“Because ‘teaching’ means articulating my intuitions and ideas to others, it helps me (I hope) to be a better thinker. Because good teaching means close listening, I’m also always learning new things – about others, about poetry, about myself.”

Fifteen years ago, Spaar created and still directs the English department’s Area Program in Poetry Writing for undergraduates. The program allows talented undergraduate writers to pursue serious study of poetry writing within the context of the English major.

Her students have frequently given her the highest possible marks as an instructor – or even a “10” on a 1-5 rating scale, Wall wrote. Spaar frequently teaches in the wider community, too, including at the Center for the Liberal Arts at U.Va., where she was thanked for presenting “Poetry in Process and Practice” at a high school teacher’s conference held at Monticello High School. The teachers described her as “amazing,” “exceptional”  and “extremely engaging, worldly and relevant.”

In addition to leading poetry writing workshops, she teaches seminars on a variety of topics such as “The Poetics of Place,” “Poetry’s Big Themes,” “Ecstatic Poetry,” “Brilliant Corners: Jazz & Poetry” and “Selfies Old and New: Self-Portraiture in Poetry and Visual Art.” In addition, Spaar teaches a College of Arts & Sciences first-year seminar, or COLA, under the subject, “Myths of Adolescence and the Literary Imagination,” at the same time acting as adviser to a cohort of about 16 students until they declare their majors.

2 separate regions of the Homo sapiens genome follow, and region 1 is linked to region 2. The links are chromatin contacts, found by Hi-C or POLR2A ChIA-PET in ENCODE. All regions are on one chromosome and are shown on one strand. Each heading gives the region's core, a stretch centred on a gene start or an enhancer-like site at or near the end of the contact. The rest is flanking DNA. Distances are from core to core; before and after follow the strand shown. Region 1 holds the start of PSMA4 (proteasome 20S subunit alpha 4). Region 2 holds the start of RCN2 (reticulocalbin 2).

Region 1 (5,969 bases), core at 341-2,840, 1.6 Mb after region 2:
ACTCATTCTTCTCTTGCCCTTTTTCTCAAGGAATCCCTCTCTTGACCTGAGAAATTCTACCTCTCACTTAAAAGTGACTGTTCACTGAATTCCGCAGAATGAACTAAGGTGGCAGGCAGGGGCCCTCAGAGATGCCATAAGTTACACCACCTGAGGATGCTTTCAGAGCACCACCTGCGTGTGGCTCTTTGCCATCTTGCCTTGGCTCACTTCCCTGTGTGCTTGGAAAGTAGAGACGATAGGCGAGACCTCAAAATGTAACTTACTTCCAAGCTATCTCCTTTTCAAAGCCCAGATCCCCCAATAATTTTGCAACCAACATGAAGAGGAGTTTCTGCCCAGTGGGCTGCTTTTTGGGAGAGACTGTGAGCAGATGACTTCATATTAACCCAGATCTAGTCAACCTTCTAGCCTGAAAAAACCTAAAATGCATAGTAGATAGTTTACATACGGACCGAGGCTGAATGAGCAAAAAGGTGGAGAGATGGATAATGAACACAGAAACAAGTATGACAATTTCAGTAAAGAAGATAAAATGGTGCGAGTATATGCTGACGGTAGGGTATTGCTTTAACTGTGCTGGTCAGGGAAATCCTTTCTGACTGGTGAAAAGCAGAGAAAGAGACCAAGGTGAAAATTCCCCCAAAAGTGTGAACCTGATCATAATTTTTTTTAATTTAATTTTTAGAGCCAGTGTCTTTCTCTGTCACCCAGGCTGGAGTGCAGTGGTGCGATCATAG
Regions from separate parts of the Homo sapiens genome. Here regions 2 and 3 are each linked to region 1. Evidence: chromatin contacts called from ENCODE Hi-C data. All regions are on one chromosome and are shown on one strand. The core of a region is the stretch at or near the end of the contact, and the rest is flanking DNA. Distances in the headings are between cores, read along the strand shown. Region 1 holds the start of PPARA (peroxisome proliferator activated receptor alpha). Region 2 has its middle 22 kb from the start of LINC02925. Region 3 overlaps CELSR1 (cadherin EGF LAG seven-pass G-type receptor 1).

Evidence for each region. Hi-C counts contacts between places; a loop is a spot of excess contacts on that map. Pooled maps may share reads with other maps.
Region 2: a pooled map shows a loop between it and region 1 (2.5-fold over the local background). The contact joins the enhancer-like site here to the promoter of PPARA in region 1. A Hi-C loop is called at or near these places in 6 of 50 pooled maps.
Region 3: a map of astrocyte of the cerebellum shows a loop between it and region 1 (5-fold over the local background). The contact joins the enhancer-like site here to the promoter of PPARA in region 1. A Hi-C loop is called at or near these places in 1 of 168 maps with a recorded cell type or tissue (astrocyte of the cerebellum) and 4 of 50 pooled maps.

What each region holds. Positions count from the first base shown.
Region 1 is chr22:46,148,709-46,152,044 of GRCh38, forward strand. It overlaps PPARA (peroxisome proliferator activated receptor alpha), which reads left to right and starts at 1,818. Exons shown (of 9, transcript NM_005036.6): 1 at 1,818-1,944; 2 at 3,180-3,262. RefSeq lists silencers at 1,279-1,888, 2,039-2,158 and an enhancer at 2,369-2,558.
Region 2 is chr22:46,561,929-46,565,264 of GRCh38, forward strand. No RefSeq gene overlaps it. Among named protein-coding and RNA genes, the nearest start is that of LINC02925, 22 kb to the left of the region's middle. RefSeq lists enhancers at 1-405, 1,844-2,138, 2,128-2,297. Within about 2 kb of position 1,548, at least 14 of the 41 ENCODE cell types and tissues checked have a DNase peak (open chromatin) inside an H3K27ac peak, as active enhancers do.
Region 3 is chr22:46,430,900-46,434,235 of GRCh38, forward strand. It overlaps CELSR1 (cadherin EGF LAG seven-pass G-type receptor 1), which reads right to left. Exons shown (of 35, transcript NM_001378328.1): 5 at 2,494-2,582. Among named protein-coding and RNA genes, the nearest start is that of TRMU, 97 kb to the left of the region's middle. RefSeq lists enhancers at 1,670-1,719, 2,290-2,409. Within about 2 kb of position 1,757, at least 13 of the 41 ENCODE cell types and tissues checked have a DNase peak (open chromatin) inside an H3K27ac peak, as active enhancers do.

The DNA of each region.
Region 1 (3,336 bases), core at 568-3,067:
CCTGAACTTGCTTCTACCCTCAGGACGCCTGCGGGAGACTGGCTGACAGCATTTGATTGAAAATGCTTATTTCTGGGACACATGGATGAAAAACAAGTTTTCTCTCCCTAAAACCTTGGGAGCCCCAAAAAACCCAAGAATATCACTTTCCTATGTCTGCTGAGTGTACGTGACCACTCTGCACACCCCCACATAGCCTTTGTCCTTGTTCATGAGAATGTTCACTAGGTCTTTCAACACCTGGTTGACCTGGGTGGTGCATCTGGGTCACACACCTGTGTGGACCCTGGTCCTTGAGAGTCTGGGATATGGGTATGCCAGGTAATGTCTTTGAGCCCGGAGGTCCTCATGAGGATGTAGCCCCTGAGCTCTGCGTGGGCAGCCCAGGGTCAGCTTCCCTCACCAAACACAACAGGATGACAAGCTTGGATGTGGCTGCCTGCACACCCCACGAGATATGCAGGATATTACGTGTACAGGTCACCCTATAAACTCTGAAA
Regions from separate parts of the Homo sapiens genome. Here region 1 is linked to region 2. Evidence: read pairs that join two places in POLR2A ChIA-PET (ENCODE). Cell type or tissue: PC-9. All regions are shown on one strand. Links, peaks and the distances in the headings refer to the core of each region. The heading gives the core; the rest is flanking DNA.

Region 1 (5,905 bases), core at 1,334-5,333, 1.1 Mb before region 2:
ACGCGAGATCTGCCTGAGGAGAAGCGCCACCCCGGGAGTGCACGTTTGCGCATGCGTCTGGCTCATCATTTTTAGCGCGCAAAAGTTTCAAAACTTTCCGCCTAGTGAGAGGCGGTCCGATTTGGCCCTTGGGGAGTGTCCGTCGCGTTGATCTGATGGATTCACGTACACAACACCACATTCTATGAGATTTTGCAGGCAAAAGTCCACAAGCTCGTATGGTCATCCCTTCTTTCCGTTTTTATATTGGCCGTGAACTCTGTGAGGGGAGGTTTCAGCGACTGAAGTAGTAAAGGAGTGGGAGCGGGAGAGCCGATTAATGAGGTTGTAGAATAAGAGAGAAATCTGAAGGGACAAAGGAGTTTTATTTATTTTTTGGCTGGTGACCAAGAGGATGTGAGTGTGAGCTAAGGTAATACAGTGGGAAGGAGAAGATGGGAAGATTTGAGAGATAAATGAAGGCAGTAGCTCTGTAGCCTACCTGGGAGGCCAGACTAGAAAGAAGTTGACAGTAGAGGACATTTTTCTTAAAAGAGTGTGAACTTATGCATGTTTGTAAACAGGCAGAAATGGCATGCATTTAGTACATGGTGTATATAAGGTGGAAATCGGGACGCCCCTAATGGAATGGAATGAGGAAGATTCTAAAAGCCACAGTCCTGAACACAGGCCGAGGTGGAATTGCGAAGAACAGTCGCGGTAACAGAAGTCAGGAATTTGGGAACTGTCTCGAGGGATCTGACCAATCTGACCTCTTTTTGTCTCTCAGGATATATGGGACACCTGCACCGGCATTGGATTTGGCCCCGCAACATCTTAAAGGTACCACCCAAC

Spaar’s other awards and fellowships include the Virginia Foundation for the Humanities Award (spring 2015); Arts, Humanities & Social Sciences Research Award (2014-16); Edward L. Ayers Faculty Fellow in Advising (2011-13); Carole Weinstein Poetry Award (2011); All-University Teaching Award (2009); Library of Virginia Prize for Poetry (2009); Mead Honored Faculty (2007-08); and a Rona Jaffe Award for Emerging Women Writers (2000-01).

Spaar has penned, edited and published dozens of poems, books, chapters, anthologies and essays during her career. Her publications include “The Hide-and-Seek Muse: Annotations of Contemporary Poetry,” “Vanitas, Rough: Poems” and “Satin Cash: Poems.” More than 80 of her poems have been published in publications such as Boston Review, Poetry, Ploughshares, SLATE, The Virginia Quarterly Review, The Kenyon Review and The Yale Review. Her essays and reviews have appeared in The Chronicle of Higher Education, The New York Times and The Los Angeles Review of Books.

Baylor alumnus Robert Foster Cherry created the award. With a deep appreciation for how his life had been changed by significant teachers, he made a bequest to establish the Cherry Award program to recognize excellent teachers and bring them in contact with Baylor students. The first Robert Foster Cherry Award was made in 1991 and has since been awarded biennially. More about the Cherry Award is available at www.baylor.edu/cherry.

Media Contact

Anne E. Bromley

Office of University Communications